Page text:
Author:Katz, Steve
Position:Impact of hurricanes - Editorial

In August of 2005, as Hurricane Katrina devastated the US Gulf Coast I sat transfixed by the live images on my television. To me, what 1 seeing was unimaginable--a major US city was essentially underwater. This was unthinkable. Nearly 2,000 people perished from this storm, and damages were well into the billions. And it happened here--in the United States. I was glued to the .24-hour news cycle. At the time, I remember thinking that something like this couldn't possibly happen where I live. A natural disaster of that magnitude just doesn't happen in NewYork City, so I told myself.

As we're wrapping up the final issue of 2012, our area is still reeling in the aftermath of what the media has dubbed Superstorm Sandy. Our company is headquartered in Ramsey, NJ, a suburb of New York City. The office was without power for almost two weeks, along with more than 8 million other area homes and businesses. Some for even longer, some still without power. The storm rocked our region, creating a surreal scene that resembled something closer to a science fiction or post-apocalyptic movie. The famed Manhattan skyline went dark, bridges and tunnels were closed, the Jersey Shore was decimated. Houses burned and neighborhoods destroyed. People waited several hours in line for state-rationed gasoline to fuel not only their cars, but also generators to heat their homes.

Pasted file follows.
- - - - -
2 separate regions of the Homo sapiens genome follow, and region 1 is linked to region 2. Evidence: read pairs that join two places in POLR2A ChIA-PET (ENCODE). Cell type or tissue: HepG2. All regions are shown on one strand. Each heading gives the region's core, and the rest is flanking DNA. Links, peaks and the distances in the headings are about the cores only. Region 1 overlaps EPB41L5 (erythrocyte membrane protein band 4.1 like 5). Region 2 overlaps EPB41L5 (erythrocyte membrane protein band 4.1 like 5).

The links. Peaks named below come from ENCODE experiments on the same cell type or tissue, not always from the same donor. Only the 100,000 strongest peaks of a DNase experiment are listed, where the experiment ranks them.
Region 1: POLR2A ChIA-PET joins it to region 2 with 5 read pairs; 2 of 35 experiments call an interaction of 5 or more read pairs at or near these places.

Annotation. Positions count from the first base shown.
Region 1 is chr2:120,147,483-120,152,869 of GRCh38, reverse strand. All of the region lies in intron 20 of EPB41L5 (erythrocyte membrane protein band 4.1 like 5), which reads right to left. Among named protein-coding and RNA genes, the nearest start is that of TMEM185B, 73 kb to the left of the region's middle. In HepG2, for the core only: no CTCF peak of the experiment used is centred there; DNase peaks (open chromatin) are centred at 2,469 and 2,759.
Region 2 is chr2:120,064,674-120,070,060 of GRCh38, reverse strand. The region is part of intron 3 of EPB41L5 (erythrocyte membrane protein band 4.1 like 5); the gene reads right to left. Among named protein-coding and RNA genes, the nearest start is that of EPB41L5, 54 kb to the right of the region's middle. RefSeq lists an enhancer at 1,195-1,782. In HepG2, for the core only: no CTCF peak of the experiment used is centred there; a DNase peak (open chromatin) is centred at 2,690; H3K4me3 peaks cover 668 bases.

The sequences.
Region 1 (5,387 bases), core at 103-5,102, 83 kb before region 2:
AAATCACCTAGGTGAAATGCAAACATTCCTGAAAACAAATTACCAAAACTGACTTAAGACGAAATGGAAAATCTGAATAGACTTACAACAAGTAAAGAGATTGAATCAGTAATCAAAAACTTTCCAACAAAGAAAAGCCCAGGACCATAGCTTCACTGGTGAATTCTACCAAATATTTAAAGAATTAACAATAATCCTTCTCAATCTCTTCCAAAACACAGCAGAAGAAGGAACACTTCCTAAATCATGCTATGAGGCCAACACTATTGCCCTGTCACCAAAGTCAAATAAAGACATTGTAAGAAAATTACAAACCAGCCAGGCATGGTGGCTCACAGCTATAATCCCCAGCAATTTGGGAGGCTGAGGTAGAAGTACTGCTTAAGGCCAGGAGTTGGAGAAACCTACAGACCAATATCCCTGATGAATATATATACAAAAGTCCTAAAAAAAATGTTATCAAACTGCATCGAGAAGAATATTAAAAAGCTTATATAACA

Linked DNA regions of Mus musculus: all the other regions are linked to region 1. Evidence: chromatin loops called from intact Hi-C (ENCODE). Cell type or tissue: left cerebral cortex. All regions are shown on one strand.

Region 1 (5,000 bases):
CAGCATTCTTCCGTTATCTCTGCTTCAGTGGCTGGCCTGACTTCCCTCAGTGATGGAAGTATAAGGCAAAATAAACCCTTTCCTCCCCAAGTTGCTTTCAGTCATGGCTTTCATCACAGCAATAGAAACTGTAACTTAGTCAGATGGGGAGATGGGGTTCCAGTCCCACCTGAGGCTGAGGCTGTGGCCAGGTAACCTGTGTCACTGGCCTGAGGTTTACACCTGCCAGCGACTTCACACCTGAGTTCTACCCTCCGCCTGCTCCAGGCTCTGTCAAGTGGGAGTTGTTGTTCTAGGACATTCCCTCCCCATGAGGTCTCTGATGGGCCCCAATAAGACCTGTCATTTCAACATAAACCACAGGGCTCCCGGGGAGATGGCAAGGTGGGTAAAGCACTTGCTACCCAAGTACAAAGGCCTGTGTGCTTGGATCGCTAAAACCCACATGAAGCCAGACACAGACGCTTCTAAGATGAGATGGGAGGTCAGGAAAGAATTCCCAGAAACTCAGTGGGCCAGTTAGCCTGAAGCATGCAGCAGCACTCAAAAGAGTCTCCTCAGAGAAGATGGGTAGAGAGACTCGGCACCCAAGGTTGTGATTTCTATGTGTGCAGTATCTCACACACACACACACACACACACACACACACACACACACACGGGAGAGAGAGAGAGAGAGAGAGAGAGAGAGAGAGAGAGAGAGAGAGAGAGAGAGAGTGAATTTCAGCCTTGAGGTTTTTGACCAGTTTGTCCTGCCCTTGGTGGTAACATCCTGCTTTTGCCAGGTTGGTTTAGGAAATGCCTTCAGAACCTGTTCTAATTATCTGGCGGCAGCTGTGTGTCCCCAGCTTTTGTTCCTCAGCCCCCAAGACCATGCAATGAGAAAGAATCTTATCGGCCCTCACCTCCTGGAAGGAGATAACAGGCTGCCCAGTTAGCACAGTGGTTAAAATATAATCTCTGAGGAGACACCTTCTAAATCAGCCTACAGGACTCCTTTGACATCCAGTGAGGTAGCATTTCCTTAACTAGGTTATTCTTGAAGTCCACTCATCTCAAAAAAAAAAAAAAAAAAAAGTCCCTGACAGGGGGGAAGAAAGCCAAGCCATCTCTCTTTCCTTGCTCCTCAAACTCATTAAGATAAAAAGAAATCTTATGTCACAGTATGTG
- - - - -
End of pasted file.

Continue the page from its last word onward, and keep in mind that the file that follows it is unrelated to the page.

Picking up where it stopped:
In the wake of the storm, as humanity does in time of crisis, people came together. Everybody called everybody to make sure they were okay. Neighbors looked in on one another. Those with power sheltered those...

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